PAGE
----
Here’s my technique for hammock nets. I make a folded paper template and cut some tulle slightly oversizeI put some weight (a scalpel is the right size and shape I find) to ensure the net conforms to the hammock cranes, then stitch the first vertical edge.
Then fold the top edge of net over and start stitching.
Then lock everything off with diluted PVA
and trim when dry
There may well be a better way of doing this but this works for me!
Hi everyone, I’ve been doing a bit more work on my Victory.
I was never very happy with my mast-making set up, I have a model engineers metal working lathe, and a little ‘toy’ mantua lathe I’ve never really used.
So I thought I would put some effort into getting a better setup.
The main issue with the mantua lathe, is it’s all made out of polycarbonate so the Chuck is a bit rubbish and doesn’t tighten properly, so long thin pieces slip, whip and destroy themselves.
To cut a long story short, I decided to start drilling some holes in it...
So one in the tightening ring to get some leverage, with a steel rod inserted, which transformed it into a useful bit of kit from someting I was about to abandon, so while I was drill-happy, I also drilled 8 indexing holes and added a ply strip as you can see, that gave me the ability to cut squares and octangons easily as well as turning.
I coated everything with very thinned down PVA (white woodwork adhesive) mostly to reduce fuzz, but also to lock everything in a bit. I know it's against the law, but I do use superthin CA adhesive for the construction of these things. I apply it with a thin wire, never directly from the tube, and tiny amounts are needed due to the wicking effect of the thread, it can leave a slight gloss behind, so everything is then painted with thinned down Tamiya Flat black paint. I then dry-brush with dark grey to pop the detail.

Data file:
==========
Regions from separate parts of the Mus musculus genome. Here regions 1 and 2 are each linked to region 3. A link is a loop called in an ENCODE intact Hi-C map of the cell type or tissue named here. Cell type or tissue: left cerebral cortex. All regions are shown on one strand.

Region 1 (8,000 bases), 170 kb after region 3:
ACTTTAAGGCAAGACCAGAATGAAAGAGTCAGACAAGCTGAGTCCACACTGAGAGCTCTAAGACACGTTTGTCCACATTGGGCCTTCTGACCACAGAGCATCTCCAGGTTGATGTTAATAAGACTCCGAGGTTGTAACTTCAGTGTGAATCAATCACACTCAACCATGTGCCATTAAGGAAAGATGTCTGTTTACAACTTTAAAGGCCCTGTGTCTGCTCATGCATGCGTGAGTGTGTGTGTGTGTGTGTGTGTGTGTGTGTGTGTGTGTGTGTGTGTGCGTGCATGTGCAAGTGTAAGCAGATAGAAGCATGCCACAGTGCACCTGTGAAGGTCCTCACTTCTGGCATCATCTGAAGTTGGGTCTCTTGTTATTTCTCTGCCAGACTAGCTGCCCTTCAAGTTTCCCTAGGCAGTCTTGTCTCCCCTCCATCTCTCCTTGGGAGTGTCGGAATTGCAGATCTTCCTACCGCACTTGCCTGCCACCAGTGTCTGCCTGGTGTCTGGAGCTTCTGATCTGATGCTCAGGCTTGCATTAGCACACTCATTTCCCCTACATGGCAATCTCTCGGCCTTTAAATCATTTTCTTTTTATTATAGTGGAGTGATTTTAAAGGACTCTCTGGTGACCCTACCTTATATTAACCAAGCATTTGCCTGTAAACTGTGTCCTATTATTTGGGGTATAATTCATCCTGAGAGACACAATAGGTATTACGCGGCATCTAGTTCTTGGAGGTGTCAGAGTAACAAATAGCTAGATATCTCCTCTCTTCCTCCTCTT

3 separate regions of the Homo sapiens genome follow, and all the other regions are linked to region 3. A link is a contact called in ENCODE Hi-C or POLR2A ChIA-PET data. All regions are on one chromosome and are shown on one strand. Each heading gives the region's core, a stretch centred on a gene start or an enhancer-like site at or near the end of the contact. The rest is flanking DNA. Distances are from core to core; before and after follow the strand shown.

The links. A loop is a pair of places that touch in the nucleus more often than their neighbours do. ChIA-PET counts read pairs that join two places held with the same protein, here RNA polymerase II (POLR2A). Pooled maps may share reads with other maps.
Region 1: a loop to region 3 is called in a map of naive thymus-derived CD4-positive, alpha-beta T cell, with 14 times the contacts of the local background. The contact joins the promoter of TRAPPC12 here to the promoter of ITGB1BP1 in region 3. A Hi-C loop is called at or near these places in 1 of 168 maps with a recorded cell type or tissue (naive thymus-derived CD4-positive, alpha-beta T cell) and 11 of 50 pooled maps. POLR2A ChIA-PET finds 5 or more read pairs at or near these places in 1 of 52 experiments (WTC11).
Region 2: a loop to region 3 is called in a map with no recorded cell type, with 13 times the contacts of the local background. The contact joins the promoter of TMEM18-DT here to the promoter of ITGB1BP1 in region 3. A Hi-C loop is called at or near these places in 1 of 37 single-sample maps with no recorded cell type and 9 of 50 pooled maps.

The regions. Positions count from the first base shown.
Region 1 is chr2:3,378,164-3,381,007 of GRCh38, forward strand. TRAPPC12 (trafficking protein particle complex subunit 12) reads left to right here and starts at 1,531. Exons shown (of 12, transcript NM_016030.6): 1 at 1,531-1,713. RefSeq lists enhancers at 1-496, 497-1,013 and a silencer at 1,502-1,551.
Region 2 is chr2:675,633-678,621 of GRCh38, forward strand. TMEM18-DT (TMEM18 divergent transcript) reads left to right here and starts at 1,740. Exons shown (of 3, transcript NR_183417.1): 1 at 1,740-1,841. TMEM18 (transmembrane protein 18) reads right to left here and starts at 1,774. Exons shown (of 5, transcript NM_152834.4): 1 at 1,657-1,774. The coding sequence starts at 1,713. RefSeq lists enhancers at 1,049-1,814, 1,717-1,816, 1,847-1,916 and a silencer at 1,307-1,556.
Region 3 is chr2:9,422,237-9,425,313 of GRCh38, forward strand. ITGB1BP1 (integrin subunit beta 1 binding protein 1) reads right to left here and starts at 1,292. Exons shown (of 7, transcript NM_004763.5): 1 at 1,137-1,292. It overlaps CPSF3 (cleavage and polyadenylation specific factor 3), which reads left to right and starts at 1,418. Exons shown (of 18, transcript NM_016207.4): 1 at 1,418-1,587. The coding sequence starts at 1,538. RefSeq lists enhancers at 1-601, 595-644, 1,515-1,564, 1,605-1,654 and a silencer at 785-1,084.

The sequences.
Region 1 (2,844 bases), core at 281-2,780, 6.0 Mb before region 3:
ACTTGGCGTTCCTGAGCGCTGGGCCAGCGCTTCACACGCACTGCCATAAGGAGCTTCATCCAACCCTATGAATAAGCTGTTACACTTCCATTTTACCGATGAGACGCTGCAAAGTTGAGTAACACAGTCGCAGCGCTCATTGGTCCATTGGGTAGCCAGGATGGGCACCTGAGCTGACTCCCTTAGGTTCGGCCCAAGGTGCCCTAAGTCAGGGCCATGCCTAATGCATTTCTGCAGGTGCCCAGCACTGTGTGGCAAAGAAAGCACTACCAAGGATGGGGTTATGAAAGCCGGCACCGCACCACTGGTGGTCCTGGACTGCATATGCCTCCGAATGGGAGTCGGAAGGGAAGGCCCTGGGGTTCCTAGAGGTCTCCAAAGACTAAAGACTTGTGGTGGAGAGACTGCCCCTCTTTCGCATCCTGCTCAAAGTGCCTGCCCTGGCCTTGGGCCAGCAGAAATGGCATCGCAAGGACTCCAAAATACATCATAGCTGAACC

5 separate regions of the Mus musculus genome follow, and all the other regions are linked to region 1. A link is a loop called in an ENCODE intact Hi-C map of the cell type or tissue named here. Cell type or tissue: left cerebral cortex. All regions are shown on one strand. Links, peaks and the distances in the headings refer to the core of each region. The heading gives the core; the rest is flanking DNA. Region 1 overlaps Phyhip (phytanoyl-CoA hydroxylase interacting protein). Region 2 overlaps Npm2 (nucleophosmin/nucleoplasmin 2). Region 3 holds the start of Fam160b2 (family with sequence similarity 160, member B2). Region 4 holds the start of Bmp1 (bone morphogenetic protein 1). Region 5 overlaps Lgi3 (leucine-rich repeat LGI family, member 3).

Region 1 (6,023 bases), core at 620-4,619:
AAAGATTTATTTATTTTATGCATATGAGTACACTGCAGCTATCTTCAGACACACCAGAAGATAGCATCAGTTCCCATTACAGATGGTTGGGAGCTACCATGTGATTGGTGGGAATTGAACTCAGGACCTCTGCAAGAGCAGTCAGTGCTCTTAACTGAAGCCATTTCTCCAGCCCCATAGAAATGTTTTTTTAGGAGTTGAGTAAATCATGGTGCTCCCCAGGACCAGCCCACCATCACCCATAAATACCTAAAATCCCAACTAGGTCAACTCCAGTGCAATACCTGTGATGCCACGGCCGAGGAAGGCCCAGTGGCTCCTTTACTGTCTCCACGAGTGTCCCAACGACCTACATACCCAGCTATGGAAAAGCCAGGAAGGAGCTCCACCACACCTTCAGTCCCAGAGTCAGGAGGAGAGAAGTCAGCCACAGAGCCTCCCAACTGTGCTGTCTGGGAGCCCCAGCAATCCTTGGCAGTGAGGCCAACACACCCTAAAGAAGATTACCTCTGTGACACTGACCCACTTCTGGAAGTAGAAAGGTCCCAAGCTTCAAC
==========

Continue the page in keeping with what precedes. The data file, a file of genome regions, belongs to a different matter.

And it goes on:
I've done a lot of modelling with photo etch, and finely honed my technique for applying tiny, near-invisible amounts of CA.
Basically, get a bottle top or lid, stretch some ordinary cooking foil across the top, and push a slight indent into it making a wok shape, put a small pool of good quality, modelling grade ultra-thin CA into this.
Then use something like the wrong end of a paintbrush and wind a dozen or so turns of very thin copper wire (22 SWG or so - sorry don't what this is in AWG offhand, I'm sure google knows) an pull the last straight 2cm to make your applicator.
Surface tension, wicking and capillary action then does all the work for you, dip the wire in the CA, you probably won't be able to see it which is correct and where most people go wrong and apply too-much!, then touch it into the piece and wicking (in the case of rigging) or capillary action (in the case of PE) will pull the minimum amount of CA into the joint. NOTE - You probably wont see anything, this is OK, it's like magic the first time you do it correctly, it's just bonded! this is where it generally goes wrong as people keep on applying more until they can see the CA - DON'T!
CA will build up on you wire, hence the 12 turns, simply snip the last few mm off, unwind a bit more and carry on.
the wire needs to be very thin so when its pushed into the angle of the joint, it's close enough for capillary action to bridge the space and pull the CA off the applicator.
My zero was built entirely using this technique, and as it remains bare-metal, there is no margin for being able to see glue - I'm not suggesting it's perfect by any means, but CA spread is minimal I think:-